Skeletal muscle weakness in patients suffering from rheumatoid arthritis (RA) adds to their impaired working abilities and reduced quality of life. However, little molecular insight is available on muscle weakness associated with RA. Oxidative stress has been implicated in the disease pathogenesis of RA. Here we show that oxidative post-translational modifications of the contractile machinery targeted to actin result in impaired actin polymerization and reduced force production. Using mass spectrometry, we identified the actin residues targeted by oxidative 3-nitrotyrosine (3-NT) or malondialdehyde adduct (MDA) modifications in weakened skeletal muscle from mice with arthritis and patients afflicted by RA. The residues were primarily located to three distinct regions positioned at matching surface areas of the skeletal muscle actin molecule from arthritis mice and RA patients. Moreover, molecular dynamic simulations revealed that these areas, here coined “hotspots”, are important for the stability of the actin molecule and its capacity to generate filaments and interact with myosin. Together, these data demonstrate how oxidative modifications on actin promote muscle weakness in RA patients and provide novel leads for targeted therapeutic treatment to improve muscle function.

Place, publisher, year, edition, pages
American Society for Clinical Investigation, 2019
National Category
Physiology
Research subject
Natural Science, Biomedical Sciences
Identifiers
urn:nbn:se:lnu:diva-82024 (URN)10.1172/jci.insight.126347 (DOI)000466814100015 ()2-s2.0-85070659458 (Scopus ID)
Available from: 2019-04-18 Created: 2019-04-18 Last updated: 2019-08-29Bibliographically approved
Friedman, R. (2019). Simulations of Biomolecules in Electrolyte Solutions. Advanced Theory and Simulations, 2(4), 1-10, Article ID 1800163.
Open this publication in new window or tab >>Simulations of Biomolecules in Electrolyte Solutions
2019 (English)In: Advanced Theory and Simulations, E-ISSN 2513-0390, Vol. 2, no 4, p. 1-10, article id 1800163Article in journal (Refereed) Published
Abstract [en]

Biomolecules including proteins, lipid membranes, and nucleic acids operate at an aqueous milieu that includes solvated ions. The interactions with ions affect biomolecules in different ways depending on the nature of the solute and the type of the ions. The dynamic nature of small soluble ions makes it difficult to follow them by structural methods. Consequently, theories were developed to explain how biomolecules interact in an environment that includes electrolytes. Moreover, simulations studies are often used to study such systems at the molecular or atomistic level. The status of the field, and inparticular of simulation studies, is the subject of this progress report.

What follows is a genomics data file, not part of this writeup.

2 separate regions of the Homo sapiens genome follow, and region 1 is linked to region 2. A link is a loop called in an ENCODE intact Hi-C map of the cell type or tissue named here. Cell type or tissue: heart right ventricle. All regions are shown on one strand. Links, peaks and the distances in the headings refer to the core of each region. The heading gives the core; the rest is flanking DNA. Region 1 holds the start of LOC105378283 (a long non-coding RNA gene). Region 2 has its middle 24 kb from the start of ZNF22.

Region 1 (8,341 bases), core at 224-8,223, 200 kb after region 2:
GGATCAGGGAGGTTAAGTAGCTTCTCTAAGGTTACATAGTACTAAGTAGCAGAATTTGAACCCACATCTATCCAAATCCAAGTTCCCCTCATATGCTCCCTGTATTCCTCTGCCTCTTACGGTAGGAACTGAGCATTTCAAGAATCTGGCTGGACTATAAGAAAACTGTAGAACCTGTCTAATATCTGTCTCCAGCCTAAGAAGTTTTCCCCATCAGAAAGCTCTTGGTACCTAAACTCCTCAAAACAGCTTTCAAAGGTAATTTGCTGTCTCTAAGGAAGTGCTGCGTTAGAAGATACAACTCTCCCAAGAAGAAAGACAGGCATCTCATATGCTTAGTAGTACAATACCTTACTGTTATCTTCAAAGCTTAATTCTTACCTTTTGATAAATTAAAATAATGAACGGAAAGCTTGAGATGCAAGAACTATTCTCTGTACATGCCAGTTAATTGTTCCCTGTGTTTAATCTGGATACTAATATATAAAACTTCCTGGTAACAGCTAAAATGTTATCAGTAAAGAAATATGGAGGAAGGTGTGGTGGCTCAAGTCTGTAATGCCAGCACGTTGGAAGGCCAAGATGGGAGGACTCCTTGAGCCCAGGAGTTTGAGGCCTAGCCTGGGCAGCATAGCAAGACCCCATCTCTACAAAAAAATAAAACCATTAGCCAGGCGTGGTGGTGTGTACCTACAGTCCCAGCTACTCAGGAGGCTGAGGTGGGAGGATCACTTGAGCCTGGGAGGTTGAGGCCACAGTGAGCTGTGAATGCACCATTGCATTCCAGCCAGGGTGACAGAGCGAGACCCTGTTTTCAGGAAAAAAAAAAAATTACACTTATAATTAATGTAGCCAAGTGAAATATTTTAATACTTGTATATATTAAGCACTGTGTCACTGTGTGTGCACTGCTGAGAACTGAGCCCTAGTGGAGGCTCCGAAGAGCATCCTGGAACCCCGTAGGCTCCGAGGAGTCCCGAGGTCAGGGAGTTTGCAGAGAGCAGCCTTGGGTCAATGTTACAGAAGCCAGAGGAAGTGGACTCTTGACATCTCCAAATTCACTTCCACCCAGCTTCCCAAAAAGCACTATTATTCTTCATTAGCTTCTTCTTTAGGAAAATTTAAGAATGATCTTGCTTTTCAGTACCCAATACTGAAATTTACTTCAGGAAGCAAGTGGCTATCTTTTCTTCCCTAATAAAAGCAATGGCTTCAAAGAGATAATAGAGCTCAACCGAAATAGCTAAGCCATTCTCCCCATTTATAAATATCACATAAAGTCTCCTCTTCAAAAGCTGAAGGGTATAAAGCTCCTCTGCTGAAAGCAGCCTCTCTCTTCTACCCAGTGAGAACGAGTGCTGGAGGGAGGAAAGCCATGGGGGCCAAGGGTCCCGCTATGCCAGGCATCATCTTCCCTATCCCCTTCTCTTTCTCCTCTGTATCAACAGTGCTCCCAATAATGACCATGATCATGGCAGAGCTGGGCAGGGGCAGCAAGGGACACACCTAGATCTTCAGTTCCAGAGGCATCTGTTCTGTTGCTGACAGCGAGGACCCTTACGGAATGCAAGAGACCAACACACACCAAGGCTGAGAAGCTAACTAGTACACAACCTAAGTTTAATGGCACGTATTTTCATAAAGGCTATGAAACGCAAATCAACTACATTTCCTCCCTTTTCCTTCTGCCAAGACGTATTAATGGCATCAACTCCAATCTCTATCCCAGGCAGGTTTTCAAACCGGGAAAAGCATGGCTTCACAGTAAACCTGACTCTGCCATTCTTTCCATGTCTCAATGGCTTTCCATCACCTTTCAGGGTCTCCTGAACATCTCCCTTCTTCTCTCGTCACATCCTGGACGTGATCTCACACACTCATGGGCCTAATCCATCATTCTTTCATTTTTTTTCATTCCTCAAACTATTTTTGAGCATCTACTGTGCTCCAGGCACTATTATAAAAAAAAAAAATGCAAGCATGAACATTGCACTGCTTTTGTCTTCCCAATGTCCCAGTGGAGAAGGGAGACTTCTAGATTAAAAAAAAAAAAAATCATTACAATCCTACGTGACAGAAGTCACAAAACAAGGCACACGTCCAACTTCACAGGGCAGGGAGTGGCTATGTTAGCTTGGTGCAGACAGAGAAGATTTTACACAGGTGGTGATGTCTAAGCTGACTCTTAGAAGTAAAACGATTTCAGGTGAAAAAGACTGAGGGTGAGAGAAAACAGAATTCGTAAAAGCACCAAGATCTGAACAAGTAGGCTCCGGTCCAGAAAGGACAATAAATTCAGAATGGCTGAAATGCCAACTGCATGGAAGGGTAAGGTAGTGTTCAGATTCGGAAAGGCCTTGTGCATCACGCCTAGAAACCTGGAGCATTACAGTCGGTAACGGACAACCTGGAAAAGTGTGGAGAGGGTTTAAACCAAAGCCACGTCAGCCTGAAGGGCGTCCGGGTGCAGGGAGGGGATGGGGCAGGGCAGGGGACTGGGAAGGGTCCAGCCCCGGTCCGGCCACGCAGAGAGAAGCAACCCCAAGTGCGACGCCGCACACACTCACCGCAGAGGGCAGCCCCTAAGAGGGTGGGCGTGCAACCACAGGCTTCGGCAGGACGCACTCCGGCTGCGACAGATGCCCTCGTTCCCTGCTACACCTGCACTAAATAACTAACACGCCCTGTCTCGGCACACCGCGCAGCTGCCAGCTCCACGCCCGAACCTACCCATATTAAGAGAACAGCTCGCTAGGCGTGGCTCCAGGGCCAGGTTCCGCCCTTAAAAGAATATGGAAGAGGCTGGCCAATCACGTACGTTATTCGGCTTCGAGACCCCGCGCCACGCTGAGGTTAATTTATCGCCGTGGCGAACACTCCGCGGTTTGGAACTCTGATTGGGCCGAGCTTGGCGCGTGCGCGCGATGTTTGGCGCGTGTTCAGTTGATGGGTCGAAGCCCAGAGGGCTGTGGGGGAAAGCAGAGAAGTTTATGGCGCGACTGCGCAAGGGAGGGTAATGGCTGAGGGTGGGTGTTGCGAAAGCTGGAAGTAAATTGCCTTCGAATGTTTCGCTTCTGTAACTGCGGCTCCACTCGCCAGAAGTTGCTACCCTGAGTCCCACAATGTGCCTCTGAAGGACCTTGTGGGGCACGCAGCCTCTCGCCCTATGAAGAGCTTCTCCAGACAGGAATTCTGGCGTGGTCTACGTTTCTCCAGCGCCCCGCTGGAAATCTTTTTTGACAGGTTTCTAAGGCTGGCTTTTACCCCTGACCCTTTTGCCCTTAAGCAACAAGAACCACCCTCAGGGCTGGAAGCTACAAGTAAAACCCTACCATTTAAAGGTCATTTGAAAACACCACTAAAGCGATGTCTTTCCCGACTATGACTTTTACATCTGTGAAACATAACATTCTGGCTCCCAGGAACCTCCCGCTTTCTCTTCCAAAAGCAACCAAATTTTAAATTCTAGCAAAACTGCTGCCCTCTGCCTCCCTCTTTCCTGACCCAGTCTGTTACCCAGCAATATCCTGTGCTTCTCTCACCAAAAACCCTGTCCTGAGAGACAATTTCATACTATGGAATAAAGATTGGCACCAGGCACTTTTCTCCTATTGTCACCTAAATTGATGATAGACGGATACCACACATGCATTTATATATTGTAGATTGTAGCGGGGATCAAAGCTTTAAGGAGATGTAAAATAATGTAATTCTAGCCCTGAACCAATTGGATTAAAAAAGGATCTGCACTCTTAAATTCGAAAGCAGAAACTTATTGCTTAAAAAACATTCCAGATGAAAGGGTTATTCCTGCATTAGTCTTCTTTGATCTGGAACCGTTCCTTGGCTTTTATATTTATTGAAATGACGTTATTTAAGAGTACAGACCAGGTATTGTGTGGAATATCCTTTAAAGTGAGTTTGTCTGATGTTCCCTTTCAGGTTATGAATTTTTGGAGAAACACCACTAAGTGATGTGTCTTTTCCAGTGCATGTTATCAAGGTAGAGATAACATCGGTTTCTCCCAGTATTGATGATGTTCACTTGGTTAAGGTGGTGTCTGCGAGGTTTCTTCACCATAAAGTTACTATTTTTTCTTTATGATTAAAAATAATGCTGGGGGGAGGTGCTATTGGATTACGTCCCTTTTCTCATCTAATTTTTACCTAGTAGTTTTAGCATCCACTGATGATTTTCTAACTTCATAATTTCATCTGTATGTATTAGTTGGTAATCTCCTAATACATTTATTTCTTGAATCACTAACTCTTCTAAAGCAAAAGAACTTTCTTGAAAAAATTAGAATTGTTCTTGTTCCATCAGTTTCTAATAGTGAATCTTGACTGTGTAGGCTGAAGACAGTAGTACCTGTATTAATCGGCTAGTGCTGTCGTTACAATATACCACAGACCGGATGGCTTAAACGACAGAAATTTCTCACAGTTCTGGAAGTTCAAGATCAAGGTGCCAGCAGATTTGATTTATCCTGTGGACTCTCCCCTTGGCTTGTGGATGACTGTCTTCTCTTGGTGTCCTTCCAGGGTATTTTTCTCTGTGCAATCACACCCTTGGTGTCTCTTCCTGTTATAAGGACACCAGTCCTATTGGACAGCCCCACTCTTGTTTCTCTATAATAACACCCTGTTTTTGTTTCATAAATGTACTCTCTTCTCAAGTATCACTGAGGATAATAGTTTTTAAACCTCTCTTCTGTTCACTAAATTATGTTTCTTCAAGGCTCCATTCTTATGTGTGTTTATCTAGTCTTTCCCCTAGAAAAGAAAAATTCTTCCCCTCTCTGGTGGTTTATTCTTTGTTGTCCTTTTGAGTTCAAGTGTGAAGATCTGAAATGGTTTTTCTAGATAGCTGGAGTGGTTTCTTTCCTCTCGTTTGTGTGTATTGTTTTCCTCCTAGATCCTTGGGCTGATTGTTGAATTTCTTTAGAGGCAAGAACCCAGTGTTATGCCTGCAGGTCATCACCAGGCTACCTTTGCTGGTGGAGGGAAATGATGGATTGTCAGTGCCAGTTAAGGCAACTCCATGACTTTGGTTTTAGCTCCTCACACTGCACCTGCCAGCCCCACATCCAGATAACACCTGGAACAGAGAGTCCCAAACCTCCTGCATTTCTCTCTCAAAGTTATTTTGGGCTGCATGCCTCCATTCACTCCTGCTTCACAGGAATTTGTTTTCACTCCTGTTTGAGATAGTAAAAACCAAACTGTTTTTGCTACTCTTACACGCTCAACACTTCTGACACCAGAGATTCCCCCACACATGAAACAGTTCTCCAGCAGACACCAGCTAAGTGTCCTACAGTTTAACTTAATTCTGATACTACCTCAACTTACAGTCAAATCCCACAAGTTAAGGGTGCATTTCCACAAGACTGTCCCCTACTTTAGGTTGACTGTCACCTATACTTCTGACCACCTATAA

Place, publisher, year, edition, pages
Wiley-Blackwell, 2019
National Category
Theoretical Chemistry
Research subject
Natural Science, Chemistry
Identifiers
urn:nbn:se:lnu:diva-79570 (URN)10.1002/adts.201800163 (DOI)000463986600005 ()
Available from: 2019-01-15 Created: 2019-01-15 Last updated: 2019-04-30Bibliographically approved
Friedman, R. (2019). Specific Ion and Concentration Effects in Acetate Solutions with Na+, K+ and Cs+. ChemPhysChem, 20(8), 1006-1010
Open this publication in new window or tab >>Specific Ion and Concentration Effects in Acetate Solutions with Na+, K+ and Cs+
2019 (English)In: ChemPhysChem, ISSN 1439-4235, E-ISSN 1439-7641, Vol. 20, no 8, p. 1006-1010Article in journal (Refereed) Published
Abstract [en]

How salt ions affect solutes and the water beyond the solvation shell is not well understood. Molecular dynamics simulations of alkali-acetate solutions were analysed here in order to examine if, and how, different cations and solute concentrations affect the water structure and the interactions between water and acetates. The results revealed that water structure is perturbed to more than 1 nm away from the acetates and that this effect is more pronounced in physiological than in molar electrolyte concentrations. Analysis of simulations of a soluble protein revealed that the water orientation is perturbed to at least 1.5 nm from the protein structure. Furthermore, modifications to the orientation of water around carboxylate side chains were shown to depend on the local environment on the protein surface, and could extend to well over 1 nm, which may have an effect on protein dynamics during MD simulations in small water boxes.

Place, publisher, year, edition, pages
Wiley-Blackwell, 2019
Keywords
electrolyte solutions, Hofmeister effects, ion pairs, molecular dynamics, water structure
National Category
Physical Chemistry
Research subject
Chemistry, Physical Chemistry
Identifiers
urn:nbn:se:lnu:diva-82413 (URN)10.1002/cphc.201900163 (DOI)000465034500003 ()30817057 (PubMedID)2-s2.0-85063595612 (Scopus ID)
Available from: 2019-05-03 Created: 2019-05-03 Last updated: 2019-08-29Bibliographically approved
Lindström, J., de Wijn, A. S. & Friedman, R. (2019). Stochastic modelling of tyrosine kinase inhibitor rotation therapy in chronic myeloid leukaemia. BMC Cancer, 19, 1-13, Article ID 508.
Open this publication in new window or tab >>Stochastic modelling of tyrosine kinase inhibitor rotation therapy in chronic myeloid leukaemia
2019 (English)In: BMC Cancer, ISSN 1471-2407, E-ISSN 1471-2407, Vol. 19, p. 1-13, article id 508Article in journal (Refereed) Published
Abstract [en]